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US President Joe Biden addresses the UN General Assembly via live stream in New York, the US, September 21 2021. Picture: MICHAEL NAGEL/BLOOMBERG
US President Joe Biden addresses the UN General Assembly via live stream in New York, the US, September 21 2021. Picture: MICHAEL NAGEL/BLOOMBERG

New York  — US President Joe Biden mapped out a new era of vigorous competition without a new Cold War in his first UN address on Tuesday, promising restraint from the US military and new commitments to cope with climate change.

The US would help resolve crises from Iran to the Korean Peninsula to Ethiopia, Biden told the annual UN General Assembly gathering.

The world faces a “decisive decade”, he said, and leaders need to work together to fight a raging coronavirus pandemic, a warming planet and cyber threats. He said the US would double its financial commitment on climate aid and spend $10bn to fight hunger.

Biden did not address America’s rising authoritarian competitor, China, directly but sprinkled implicit references to Beijing throughout his speech, as the US butts heads with China in the Indo-Pacific and on trade and human rights issues.

He said the US will compete vigorously, economically and to push democratic systems and rule of law.

“We'll stand up for our allies and our friends and oppose attempts by stronger countries to dominate weaker ones, whether through changes to territory by force, economic coercion, technical exploitation or disinformation, but we're not seeking — I'll say it again, we are not seeking a new Cold War or a world divided into rigid blocs,” he said.

Biden came to the UN facing criticism at home and abroad for a hasty US withdrawal from Afghanistan that left some Americans and Afghan allies still in that country and struggling to get out.

His vow for allied unity is being tested by a three-way agreement between the US, Australia and Britain that undermined a French submarine deal and left France feeling stabbed in the back.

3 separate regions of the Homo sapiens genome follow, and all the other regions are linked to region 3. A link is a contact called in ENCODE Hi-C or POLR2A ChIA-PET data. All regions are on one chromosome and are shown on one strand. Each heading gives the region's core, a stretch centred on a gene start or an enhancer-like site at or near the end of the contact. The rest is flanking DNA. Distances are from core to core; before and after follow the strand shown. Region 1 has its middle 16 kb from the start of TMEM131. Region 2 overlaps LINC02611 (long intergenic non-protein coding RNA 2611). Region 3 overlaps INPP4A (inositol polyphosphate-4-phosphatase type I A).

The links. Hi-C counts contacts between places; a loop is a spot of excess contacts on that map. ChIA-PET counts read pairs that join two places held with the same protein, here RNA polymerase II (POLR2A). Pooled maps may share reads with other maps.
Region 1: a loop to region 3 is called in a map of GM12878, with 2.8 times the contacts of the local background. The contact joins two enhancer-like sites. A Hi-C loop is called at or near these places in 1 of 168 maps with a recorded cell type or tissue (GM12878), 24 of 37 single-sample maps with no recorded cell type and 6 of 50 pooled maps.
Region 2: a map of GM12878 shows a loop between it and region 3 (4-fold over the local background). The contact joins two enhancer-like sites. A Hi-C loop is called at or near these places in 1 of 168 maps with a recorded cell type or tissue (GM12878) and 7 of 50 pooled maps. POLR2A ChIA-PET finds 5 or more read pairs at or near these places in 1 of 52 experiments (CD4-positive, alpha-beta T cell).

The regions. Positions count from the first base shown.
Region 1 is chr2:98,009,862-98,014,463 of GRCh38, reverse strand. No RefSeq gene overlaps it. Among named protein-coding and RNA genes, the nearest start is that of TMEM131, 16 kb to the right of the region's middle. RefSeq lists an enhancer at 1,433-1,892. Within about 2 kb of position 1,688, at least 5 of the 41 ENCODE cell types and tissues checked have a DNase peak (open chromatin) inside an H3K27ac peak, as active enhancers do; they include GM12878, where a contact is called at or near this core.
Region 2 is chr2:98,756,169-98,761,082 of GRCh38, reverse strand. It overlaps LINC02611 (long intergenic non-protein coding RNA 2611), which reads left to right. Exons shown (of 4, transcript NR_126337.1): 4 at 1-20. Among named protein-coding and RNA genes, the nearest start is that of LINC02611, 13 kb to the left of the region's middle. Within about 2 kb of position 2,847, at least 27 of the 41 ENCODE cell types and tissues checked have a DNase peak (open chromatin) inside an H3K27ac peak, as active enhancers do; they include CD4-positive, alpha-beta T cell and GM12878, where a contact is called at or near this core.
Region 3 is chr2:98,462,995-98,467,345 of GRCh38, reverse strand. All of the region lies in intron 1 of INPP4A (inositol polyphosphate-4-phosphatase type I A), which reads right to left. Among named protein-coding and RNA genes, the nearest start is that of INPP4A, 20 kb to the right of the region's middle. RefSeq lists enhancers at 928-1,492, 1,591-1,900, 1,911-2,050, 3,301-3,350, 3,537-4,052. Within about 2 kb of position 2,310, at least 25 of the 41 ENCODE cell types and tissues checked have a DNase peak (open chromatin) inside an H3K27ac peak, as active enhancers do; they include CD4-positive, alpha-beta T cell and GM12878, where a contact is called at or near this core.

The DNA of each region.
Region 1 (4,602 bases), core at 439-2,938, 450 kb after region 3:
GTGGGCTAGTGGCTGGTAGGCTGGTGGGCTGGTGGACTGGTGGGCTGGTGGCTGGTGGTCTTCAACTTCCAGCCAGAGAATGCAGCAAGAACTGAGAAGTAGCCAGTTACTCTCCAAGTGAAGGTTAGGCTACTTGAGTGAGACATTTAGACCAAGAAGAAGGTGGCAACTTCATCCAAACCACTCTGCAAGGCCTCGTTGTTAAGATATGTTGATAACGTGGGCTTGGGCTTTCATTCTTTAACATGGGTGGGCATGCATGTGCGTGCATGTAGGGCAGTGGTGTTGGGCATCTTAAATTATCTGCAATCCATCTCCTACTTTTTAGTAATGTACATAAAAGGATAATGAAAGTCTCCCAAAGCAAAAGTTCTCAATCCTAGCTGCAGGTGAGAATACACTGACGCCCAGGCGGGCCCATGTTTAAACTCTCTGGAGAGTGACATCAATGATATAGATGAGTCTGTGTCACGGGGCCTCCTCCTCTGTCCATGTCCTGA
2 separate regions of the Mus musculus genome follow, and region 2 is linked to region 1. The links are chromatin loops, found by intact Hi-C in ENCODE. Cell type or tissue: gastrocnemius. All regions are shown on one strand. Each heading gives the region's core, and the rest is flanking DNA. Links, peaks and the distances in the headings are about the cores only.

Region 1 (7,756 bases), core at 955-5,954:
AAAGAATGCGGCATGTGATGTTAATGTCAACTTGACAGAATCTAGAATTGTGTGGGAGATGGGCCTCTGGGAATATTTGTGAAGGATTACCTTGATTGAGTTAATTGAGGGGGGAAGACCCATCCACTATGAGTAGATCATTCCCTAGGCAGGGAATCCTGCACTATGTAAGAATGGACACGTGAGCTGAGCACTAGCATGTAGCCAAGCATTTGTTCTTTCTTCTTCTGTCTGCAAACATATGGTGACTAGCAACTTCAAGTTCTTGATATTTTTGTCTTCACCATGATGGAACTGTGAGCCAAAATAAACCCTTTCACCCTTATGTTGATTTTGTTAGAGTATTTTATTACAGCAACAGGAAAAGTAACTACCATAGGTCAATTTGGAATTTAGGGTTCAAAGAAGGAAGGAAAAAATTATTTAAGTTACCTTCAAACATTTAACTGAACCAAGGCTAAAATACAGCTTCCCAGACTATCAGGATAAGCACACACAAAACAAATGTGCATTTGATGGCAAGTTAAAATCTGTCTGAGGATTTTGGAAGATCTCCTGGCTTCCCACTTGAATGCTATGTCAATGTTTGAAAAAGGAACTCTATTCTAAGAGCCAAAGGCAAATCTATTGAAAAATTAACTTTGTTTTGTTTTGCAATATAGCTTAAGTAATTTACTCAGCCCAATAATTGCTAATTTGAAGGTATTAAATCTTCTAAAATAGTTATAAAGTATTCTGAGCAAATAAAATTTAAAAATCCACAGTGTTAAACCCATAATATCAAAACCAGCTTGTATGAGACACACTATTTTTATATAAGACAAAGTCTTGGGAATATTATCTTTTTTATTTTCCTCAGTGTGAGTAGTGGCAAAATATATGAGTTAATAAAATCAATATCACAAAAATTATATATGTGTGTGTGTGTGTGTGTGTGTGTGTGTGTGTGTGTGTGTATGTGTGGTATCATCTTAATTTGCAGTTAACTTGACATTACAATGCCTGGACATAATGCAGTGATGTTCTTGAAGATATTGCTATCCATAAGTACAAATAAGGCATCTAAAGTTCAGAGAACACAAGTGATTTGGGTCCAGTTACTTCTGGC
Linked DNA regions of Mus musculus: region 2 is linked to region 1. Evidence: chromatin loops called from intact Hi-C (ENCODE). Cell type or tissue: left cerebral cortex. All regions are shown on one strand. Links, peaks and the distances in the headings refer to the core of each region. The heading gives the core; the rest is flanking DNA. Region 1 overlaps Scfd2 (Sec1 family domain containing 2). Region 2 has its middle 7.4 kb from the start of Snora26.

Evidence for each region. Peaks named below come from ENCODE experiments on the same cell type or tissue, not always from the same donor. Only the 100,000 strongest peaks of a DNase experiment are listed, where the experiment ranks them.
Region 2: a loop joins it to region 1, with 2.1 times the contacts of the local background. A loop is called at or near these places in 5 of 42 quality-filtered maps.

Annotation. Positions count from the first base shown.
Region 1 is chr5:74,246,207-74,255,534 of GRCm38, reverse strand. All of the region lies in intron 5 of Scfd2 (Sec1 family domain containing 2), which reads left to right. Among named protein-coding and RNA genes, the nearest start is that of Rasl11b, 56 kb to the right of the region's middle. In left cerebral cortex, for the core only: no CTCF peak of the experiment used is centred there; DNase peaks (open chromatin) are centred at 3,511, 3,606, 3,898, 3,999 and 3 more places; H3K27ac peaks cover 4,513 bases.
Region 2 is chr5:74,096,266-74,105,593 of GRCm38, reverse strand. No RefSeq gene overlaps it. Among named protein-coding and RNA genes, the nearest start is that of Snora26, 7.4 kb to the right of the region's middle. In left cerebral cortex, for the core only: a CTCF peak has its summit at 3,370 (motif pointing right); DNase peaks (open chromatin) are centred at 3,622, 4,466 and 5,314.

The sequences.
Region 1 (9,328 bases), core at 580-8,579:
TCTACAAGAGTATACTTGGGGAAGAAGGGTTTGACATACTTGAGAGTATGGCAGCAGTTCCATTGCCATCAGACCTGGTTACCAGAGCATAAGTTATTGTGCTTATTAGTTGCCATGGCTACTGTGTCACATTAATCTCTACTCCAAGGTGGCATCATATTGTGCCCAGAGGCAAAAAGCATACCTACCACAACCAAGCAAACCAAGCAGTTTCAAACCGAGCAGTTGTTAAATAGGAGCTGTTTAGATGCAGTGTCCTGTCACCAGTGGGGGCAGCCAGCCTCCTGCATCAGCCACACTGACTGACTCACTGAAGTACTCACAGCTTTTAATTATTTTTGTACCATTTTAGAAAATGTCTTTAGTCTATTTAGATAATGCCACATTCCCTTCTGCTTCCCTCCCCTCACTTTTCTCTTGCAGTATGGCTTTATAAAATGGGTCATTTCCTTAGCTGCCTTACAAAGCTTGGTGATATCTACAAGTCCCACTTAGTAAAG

“We’ve ended 20 years of conflict in Afghanistan and as we close this era of relentless war, we’re opening a new era of relentless diplomacy,” Biden said.

Biden vowed to defend vital US national interests, but said “the mission must be clear and achievable”, and the American military “must not be used as the answer to every problem we see around the world”.

Biden, a Democrat, hoped to present a compelling case that the US remains a reliable ally to its partners around the world after years of “America First” policies pursued by his Republican predecessor Donald Trump.

Overcoming global challenges “will hinge on our ability to recognise our common humanity”, he said.


Biden added that he remained committed to peacefully resolving a dispute with Iran over its nuclear programme. He vowed to defend US ally Israel but said a two-state solution with the Palestinians is still needed but a distant goal.

UN secretary-general António Guterres, who begins a second five-year term at the helm of the world body on January 1, warned earlier of the dangers of the growing gap between China and the US, the world’s largest economies.

“I fear our world is creeping towards two different sets of economic, trade, financial and technology rules, two divergent approaches in the development of artificial intelligence — and ultimately two different military and geopolitical strategies,” Guterres said.

“This is a recipe for trouble. It would be far less predictable than the Cold War,” Guterres said.



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